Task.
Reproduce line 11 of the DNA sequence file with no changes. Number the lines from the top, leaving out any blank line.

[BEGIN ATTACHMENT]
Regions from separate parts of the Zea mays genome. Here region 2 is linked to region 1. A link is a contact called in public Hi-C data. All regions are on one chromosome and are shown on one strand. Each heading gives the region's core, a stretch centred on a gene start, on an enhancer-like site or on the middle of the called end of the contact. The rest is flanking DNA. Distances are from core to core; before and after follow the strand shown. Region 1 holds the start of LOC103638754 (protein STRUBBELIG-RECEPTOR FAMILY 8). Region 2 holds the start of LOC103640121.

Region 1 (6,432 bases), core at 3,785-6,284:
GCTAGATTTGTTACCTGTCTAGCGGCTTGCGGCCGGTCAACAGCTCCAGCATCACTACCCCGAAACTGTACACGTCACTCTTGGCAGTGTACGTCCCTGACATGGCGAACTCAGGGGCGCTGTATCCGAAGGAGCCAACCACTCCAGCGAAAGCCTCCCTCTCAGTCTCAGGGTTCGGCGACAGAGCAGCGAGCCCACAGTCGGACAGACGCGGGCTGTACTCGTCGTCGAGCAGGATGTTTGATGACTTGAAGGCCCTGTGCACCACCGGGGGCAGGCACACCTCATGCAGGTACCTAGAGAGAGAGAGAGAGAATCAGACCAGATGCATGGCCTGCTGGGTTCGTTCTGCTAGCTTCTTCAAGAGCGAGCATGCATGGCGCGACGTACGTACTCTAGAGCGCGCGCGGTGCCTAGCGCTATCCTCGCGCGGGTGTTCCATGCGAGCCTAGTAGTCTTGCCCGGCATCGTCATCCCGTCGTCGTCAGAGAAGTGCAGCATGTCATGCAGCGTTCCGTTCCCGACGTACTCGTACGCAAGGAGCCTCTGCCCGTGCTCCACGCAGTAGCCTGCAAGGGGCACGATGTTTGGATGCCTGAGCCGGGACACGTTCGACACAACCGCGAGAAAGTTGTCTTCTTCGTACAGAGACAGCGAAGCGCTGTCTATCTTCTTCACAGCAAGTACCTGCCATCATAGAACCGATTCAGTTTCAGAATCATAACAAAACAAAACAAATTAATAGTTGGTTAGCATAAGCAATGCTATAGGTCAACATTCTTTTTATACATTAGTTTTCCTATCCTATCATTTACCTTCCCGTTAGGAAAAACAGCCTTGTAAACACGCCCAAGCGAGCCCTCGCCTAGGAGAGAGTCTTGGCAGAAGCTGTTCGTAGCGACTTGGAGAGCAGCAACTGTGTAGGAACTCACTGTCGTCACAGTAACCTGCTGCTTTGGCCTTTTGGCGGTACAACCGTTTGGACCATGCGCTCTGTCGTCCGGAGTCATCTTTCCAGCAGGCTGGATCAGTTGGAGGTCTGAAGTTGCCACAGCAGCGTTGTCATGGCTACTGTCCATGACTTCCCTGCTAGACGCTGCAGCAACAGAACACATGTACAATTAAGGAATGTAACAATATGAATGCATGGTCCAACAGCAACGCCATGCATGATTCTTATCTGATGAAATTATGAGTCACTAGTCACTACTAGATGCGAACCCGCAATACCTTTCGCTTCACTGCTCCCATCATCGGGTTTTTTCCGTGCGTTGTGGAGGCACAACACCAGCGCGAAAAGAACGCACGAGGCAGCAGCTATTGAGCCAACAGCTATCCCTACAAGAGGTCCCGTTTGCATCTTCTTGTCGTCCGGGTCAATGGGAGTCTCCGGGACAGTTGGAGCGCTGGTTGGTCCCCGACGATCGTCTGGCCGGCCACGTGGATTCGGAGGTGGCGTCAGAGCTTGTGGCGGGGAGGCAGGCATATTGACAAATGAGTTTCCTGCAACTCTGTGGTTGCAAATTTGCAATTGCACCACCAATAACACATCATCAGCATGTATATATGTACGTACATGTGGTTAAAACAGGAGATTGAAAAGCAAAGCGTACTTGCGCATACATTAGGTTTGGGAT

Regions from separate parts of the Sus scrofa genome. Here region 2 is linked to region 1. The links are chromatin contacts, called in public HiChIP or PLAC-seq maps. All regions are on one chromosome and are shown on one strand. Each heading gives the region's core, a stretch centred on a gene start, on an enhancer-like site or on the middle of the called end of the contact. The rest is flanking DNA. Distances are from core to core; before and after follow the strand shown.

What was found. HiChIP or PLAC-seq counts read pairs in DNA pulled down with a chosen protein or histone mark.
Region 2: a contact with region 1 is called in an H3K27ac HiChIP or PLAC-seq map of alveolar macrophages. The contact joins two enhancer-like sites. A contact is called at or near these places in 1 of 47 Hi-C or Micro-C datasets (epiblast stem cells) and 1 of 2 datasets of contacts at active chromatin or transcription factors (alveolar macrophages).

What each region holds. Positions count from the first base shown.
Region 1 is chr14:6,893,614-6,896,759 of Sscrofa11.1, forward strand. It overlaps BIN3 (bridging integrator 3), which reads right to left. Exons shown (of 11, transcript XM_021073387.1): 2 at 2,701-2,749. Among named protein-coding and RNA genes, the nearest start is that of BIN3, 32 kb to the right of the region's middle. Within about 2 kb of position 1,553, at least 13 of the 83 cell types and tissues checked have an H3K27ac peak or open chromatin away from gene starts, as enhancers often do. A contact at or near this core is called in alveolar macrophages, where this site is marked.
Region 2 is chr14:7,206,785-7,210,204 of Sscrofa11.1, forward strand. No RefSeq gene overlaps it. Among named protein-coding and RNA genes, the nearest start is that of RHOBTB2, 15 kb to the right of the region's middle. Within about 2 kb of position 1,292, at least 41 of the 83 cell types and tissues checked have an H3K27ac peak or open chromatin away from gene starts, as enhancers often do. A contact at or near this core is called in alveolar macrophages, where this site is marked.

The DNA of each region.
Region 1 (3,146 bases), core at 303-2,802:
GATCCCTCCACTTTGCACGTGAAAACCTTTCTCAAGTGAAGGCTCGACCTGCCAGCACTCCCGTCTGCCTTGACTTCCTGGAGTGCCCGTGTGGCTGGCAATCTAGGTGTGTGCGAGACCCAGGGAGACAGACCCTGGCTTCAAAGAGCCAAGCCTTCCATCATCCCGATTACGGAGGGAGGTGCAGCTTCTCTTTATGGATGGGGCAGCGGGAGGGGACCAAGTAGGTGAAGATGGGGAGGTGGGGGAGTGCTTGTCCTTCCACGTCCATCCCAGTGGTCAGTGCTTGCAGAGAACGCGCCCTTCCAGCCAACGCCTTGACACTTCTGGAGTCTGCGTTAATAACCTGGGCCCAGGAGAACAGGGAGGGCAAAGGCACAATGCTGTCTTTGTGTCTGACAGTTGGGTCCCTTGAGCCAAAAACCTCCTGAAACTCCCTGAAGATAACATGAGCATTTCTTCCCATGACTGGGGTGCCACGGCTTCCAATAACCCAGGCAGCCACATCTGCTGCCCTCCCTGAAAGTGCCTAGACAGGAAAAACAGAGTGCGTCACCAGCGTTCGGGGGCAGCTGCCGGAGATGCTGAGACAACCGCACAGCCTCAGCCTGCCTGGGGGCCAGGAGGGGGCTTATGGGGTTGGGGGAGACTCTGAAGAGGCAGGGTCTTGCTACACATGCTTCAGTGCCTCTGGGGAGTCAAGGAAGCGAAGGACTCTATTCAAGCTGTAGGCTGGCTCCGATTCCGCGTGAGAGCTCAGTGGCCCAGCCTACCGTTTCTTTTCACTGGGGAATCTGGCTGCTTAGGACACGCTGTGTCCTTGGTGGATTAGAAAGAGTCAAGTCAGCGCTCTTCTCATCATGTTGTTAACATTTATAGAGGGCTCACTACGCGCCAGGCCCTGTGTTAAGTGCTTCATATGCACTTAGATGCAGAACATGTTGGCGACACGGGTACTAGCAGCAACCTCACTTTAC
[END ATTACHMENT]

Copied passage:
Region 1 (3,146 bases), core at 303-2,802: